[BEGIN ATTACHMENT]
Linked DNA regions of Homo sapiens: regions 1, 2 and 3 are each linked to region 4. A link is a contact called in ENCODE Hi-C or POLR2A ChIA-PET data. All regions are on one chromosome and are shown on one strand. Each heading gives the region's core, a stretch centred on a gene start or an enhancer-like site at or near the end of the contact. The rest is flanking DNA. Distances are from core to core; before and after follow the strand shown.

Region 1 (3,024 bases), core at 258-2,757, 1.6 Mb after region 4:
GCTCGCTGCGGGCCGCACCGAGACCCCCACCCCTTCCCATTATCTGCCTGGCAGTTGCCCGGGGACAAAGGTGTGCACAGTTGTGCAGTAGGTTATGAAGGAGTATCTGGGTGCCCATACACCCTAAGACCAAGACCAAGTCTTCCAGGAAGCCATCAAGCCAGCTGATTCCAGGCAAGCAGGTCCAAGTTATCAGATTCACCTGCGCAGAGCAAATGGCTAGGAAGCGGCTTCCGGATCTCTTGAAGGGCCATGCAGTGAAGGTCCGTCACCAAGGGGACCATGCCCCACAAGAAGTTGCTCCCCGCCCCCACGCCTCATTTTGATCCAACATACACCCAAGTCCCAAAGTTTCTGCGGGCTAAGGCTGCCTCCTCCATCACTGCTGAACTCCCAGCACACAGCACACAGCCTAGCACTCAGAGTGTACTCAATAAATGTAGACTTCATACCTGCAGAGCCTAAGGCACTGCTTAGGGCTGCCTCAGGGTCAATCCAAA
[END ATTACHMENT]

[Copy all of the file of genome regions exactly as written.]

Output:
Linked DNA regions of Homo sapiens: regions 1, 2 and 3 are each linked to region 4. A link is a contact called in ENCODE Hi-C or POLR2A ChIA-PET data. All regions are on one chromosome and are shown on one strand. Each heading gives the region's core, a stretch centred on a gene start or an enhancer-like site at or near the end of the contact. The rest is flanking DNA. Distances are from core to core; before and after follow the strand shown.

Region 1 (3,024 bases), core at 258-2,757, 1.6 Mb after region 4:
GCTCGCTGCGGGCCGCACCGAGACCCCCACCCCTTCCCATTATCTGCCTGGCAGTTGCCCGGGGACAAAGGTGTGCACAGTTGTGCAGTAGGTTATGAAGGAGTATCTGGGTGCCCATACACCCTAAGACCAAGACCAAGTCTTCCAGGAAGCCATCAAGCCAGCTGATTCCAGGCAAGCAGGTCCAAGTTATCAGATTCACCTGCGCAGAGCAAATGGCTAGGAAGCGGCTTCCGGATCTCTTGAAGGGCCATGCAGTGAAGGTCCGTCACCAAGGGGACCATGCCCCACAAGAAGTTGCTCCCCGCCCCCACGCCTCATTTTGATCCAACATACACCCAAGTCCCAAAGTTTCTGCGGGCTAAGGCTGCCTCCTCCATCACTGCTGAACTCCCAGCACACAGCACACAGCCTAGCACTCAGAGTGTACTCAATAAATGTAGACTTCATACCTGCAGAGCCTAAGGCACTGCTTAGGGCTGCCTCAGGGTCAATCCAAA